Allan Whyte, RSPB Scotland Marine Policy Officer, gives us an update on Marine Protected Areas in Scotland.

Saving Scotland's Seas

Visitors watching seabirds at Fowlsheugh RSPB reserve, Scotland.

The designation of Marine Protected Areas last summer sought to address the over exploitation and lack of protection of Scotland’s marine wildlife by safeguarding the most important and most threatened species and habitats we have. For these MPAs to become more than just lines on maps or paper parks, as some have called them, they need to be properly managed.

It is management which gives MPAs their value and allows them to contribute to the conservation of the weird, wonderful and incredibly important things in our sea. In practice management means prohibiting activities within MPAs that will harm the species or habitats for which an MPA has been designated.

Marine wildlife needs our help, and it is completely right that conservation should use science to guide and inform. It is only with the use of science that the integrity of the MPA process can be upheld and allow Scotland to reach its potential as a world leader in marine conservation. After all, Scotland, despite its small size, is one of the most important places in the world for marine wildlife - we have 80% of the world’s great skua population, around one third of the EU’s seabirds, we are home to basking sharks, common skate, whales, dolphins, cold water corals and a whole host of other amazing wildlife.

As pressures on the marine environment grow, so too does our knowledge of species and habitats, and what is required to ensure that the measures of protection we employ today provide a lasting legacy of a healthy marine environment to the next generation.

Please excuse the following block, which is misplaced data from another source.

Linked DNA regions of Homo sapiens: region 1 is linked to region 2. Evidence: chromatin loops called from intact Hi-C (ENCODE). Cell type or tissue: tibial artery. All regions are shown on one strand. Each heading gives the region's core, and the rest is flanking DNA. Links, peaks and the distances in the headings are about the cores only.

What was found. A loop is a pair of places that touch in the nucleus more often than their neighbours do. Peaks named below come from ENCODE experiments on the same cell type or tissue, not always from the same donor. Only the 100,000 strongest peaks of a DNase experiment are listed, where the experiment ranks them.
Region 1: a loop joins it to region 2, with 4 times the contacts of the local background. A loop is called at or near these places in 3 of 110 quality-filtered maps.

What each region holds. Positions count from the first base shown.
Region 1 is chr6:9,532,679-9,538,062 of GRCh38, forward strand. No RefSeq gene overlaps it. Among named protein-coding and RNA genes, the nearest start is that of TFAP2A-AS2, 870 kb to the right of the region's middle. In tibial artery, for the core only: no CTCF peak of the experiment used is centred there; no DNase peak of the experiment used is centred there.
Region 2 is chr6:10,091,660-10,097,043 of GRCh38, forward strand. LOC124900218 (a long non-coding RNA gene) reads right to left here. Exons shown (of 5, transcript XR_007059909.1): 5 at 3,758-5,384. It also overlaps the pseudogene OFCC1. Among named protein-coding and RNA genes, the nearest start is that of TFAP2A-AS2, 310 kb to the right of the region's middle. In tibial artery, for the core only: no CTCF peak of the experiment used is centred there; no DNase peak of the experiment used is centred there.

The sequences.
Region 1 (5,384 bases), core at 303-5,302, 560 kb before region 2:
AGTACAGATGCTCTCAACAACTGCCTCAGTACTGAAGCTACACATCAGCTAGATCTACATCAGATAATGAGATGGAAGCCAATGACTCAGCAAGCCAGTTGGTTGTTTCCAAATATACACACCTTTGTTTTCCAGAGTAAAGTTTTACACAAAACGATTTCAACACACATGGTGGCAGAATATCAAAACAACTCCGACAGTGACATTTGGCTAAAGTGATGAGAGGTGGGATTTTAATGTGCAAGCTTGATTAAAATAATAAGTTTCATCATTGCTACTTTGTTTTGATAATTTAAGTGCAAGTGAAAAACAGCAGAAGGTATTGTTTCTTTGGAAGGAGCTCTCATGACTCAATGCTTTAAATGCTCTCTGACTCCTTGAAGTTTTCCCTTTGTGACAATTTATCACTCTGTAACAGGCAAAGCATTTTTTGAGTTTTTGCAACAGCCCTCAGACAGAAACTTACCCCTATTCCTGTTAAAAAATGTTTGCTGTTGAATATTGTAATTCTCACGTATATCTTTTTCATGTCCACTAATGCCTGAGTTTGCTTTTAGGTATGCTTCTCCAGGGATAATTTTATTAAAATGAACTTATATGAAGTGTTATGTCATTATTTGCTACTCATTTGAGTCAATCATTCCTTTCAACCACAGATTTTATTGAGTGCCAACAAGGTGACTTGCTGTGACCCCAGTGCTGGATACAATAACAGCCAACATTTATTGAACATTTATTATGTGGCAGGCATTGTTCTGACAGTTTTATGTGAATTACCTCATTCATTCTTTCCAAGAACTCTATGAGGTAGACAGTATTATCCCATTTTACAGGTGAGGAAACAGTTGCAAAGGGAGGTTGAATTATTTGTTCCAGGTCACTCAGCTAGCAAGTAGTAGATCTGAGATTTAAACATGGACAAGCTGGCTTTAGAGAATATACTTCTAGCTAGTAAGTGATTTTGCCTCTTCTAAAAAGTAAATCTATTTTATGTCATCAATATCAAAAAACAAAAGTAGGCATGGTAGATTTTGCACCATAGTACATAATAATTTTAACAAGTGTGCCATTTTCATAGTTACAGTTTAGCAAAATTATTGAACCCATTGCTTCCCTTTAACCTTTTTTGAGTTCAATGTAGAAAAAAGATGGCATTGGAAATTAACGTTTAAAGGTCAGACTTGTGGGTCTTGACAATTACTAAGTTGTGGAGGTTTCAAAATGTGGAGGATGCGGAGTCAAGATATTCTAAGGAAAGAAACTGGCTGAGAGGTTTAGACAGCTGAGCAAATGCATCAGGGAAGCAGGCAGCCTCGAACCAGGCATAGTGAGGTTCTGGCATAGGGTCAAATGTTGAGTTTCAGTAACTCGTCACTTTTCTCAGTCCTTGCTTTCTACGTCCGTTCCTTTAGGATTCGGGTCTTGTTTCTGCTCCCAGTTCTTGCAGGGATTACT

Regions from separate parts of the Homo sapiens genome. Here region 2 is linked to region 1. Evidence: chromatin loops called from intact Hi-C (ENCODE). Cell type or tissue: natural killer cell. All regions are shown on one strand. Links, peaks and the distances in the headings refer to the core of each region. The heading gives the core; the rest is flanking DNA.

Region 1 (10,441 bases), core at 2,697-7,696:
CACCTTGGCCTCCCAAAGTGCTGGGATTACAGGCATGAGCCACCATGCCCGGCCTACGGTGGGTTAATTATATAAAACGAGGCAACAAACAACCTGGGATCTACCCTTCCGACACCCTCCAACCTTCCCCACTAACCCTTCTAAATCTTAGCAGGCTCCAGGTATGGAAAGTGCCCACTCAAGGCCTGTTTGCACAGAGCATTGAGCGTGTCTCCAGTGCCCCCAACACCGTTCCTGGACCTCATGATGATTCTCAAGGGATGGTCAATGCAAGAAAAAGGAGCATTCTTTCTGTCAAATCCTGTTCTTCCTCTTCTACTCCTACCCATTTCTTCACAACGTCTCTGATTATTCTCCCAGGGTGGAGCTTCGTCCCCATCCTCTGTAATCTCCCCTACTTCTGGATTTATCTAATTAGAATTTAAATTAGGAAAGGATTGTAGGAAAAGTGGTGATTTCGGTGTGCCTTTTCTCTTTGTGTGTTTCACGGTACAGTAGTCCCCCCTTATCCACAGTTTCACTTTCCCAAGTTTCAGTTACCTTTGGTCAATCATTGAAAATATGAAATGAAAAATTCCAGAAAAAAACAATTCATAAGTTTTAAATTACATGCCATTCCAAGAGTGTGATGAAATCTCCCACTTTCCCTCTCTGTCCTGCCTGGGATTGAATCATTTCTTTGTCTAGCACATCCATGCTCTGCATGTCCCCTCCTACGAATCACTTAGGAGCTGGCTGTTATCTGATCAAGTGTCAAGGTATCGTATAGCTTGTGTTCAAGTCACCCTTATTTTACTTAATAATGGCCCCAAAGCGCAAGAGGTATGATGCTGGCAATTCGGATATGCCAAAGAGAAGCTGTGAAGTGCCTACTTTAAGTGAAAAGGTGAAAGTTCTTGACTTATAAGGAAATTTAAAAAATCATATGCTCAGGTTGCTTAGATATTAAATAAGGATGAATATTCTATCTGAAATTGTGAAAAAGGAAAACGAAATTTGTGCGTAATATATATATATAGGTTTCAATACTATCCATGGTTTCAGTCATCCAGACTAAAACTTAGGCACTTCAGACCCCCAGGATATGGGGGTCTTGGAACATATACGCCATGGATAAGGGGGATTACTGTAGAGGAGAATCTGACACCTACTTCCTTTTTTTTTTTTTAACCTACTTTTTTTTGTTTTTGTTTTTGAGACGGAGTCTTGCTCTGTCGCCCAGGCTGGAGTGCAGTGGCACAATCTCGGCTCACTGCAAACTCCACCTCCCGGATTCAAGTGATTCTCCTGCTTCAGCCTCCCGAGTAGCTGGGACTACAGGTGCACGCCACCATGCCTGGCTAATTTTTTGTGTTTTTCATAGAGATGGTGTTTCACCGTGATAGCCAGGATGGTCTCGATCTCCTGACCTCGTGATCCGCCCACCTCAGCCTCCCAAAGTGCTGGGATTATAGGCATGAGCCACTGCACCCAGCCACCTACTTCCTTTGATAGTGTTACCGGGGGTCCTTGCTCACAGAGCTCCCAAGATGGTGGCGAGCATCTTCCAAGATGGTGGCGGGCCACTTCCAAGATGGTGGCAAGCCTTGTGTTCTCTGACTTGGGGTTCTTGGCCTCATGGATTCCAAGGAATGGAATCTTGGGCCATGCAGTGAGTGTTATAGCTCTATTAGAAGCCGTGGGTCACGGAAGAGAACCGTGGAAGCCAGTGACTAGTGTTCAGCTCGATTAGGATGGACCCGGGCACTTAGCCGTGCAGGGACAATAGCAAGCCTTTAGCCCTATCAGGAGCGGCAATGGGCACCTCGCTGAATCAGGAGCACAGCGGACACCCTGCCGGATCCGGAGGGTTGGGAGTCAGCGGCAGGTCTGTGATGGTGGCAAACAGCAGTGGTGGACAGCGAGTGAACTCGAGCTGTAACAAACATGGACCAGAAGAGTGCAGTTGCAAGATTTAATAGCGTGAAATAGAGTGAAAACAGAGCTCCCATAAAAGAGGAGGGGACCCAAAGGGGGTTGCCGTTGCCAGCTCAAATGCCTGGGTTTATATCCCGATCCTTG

Despite this, management of protected areas proposed by the Scottish Government sometimes fails to follow scientific advice, or adequately protect species and habitats within MPAs. In the next week and a half, a consultation on how MPAs should be managed will come to a close. As there are various examples of how the proposed management does not go far enough to protect species within an MPA, RSPB Scotland will be responding to this consultation asking that management be improved to ensure that, at the very least, the species and habitats which have been afforded protection through MPAs are adequately protected in these areas.

Scotland’s marine life needs adequate management within MPAs and measures that ensure the environment is used sustainably across the rest of our sea area. Like the species and habitats it aims to protect, conservation is a living thing. Protecting important areas and introducing management that will protect species and habitats is not a conclusion of any kind, it is part of a cycle of measures needed to maintain and, in some cases, enhance our natural environment. We will continue to work hard to make sure this happens.

Scotland has a fantastic opportunity to do something great by properly protecting its marine environment; we mustn’t allow this opportunity to slip through our fingers.

Scottish Environment LINK has organised a campaign to draw attention to these issues. More details can be found here: www.savescottishseas.org